HMS Jersey was a 60-gun fourth rate ship of the line of the Royal Navy, built to the 1733 proposals of the 1719 Establishment of dimensions at Plymouth Dockyard, and launched on 14 June 1736. She is perhaps most noted for her service as a prison ship during the American Revolutionary War.
Christopher Vail, of Southold, who was aboard Jersey in 1781, later wrote:
'When a man died he was carried up on the forecastle and laid there until the next morning at 8 o'clock when they were all lowered down the ship sides by a rope round them in the same manner as tho' they were beasts. There was 8 died of a day while I was there. They were carried on shore in heaps and hove out the boat on the wharf, then taken across a hand barrow, carried to the edge of the bank, where a hole was dug 1 or 2 feet deep and all hove in together.'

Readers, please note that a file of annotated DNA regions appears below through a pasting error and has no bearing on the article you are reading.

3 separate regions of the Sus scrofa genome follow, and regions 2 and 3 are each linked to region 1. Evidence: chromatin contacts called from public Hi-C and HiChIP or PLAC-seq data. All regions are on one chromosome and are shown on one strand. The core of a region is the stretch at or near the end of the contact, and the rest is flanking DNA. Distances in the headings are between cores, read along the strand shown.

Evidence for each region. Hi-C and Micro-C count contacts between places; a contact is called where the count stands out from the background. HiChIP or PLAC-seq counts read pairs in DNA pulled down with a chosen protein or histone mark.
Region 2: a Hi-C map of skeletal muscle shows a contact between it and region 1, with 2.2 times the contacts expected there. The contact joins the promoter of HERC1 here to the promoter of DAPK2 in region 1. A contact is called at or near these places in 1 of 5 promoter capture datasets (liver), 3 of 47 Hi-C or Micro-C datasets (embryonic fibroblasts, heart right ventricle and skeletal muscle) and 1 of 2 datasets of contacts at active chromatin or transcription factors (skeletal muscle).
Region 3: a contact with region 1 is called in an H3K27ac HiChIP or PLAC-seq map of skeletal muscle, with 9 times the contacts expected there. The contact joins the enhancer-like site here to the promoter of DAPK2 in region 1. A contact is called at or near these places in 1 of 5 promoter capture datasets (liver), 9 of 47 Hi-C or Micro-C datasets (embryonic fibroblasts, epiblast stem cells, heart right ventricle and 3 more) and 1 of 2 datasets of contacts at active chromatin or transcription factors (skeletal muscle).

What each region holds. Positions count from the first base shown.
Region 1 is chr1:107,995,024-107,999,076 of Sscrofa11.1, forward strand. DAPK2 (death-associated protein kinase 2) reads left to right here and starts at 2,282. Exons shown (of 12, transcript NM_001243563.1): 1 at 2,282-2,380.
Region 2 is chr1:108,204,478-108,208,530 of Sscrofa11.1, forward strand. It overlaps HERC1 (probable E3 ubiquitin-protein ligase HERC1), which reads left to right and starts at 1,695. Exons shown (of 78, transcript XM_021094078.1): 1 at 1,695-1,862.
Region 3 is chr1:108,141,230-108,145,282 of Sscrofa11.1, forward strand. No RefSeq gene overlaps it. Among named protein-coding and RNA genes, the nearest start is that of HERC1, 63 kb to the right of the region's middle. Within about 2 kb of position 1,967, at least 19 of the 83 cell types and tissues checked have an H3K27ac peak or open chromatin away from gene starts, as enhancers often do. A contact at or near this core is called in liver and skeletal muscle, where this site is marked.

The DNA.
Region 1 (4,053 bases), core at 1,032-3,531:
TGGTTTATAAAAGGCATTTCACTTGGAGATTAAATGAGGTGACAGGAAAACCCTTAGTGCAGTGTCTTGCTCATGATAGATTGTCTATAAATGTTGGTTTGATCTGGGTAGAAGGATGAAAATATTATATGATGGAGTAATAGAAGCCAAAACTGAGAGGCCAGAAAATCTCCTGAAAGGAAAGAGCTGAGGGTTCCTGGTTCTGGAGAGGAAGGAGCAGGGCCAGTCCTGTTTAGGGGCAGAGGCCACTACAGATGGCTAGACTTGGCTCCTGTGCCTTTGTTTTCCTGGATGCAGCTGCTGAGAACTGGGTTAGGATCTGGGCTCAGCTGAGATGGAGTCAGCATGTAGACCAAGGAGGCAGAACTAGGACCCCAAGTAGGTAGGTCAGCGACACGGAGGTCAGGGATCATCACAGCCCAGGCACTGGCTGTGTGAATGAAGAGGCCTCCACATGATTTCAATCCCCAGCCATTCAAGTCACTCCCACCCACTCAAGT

In 1778, Robert Sheffield of Stonington, Connecticut, escaped from one of the prison ships, and told his story in the Connecticut Gazette. He was one of 350 prisoners held in a compartment below the decks.
'Their sickly countenances and ghastly looks were truly horrible,' the newspaper wrote on 10 July, without identifying the ship. 'Some swearing and blaspheming; some crying, praying, and wringing their hands, and stalking about like ghosts; others delirious, raving, and storming; some groaning and dying—all panting for breath; some dead and corrupting air so foul at times that a lamp could not be kept burning, by reason of which the boys were not missed till they had been dead ten days.'
The Department of Defense currently lists 4,435 US battle deaths during the Revolutionary War. Another 20,000 died in captivity, from disease, or for other reasons. Estimates of deaths aboard the New York prison ships vary around 8,000. Prisoner exchanges were hardly possible for two reasons: the British often captured far more prisoners than the Americans did, and George Washington did not favour exchanging veteran British soldiers for ragtag American troops, as it would only put his army at a greater disadvantage.